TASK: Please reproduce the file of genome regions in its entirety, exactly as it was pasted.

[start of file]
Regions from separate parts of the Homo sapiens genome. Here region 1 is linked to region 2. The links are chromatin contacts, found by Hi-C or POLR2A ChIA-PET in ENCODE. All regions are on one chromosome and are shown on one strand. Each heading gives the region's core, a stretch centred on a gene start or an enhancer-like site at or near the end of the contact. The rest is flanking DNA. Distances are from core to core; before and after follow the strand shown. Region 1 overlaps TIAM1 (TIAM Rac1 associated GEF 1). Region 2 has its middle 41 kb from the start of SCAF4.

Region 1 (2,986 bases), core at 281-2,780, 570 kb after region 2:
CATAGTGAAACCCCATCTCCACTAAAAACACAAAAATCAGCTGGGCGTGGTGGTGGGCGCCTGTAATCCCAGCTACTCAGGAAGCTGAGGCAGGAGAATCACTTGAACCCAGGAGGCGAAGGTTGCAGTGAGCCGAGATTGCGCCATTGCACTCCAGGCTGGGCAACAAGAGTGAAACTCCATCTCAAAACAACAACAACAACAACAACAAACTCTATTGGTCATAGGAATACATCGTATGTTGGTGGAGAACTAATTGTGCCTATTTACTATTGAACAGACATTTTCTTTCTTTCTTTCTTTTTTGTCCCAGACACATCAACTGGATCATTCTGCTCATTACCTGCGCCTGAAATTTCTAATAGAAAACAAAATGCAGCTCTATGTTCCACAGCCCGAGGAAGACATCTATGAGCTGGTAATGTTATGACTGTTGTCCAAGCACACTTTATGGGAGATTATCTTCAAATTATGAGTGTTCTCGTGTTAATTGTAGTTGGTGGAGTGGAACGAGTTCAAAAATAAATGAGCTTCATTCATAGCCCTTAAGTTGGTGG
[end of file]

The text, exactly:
Regions from separate parts of the Homo sapiens genome. Here region 1 is linked to region 2. The links are chromatin contacts, found by Hi-C or POLR2A ChIA-PET in ENCODE. All regions are on one chromosome and are shown on one strand. Each heading gives the region's core, a stretch centred on a gene start or an enhancer-like site at or near the end of the contact. The rest is flanking DNA. Distances are from core to core; before and after follow the strand shown. Region 1 overlaps TIAM1 (TIAM Rac1 associated GEF 1). Region 2 has its middle 41 kb from the start of SCAF4.

Region 1 (2,986 bases), core at 281-2,780, 570 kb after region 2:
CATAGTGAAACCCCATCTCCACTAAAAACACAAAAATCAGCTGGGCGTGGTGGTGGGCGCCTGTAATCCCAGCTACTCAGGAAGCTGAGGCAGGAGAATCACTTGAACCCAGGAGGCGAAGGTTGCAGTGAGCCGAGATTGCGCCATTGCACTCCAGGCTGGGCAACAAGAGTGAAACTCCATCTCAAAACAACAACAACAACAACAACAAACTCTATTGGTCATAGGAATACATCGTATGTTGGTGGAGAACTAATTGTGCCTATTTACTATTGAACAGACATTTTCTTTCTTTCTTTCTTTTTTGTCCCAGACACATCAACTGGATCATTCTGCTCATTACCTGCGCCTGAAATTTCTAATAGAAAACAAAATGCAGCTCTATGTTCCACAGCCCGAGGAAGACATCTATGAGCTGGTAATGTTATGACTGTTGTCCAAGCACACTTTATGGGAGATTATCTTCAAATTATGAGTGTTCTCGTGTTAATTGTAGTTGGTGGAGTGGAACGAGTTCAAAAATAAATGAGCTTCATTCATAGCCCTTAAGTTGGTGG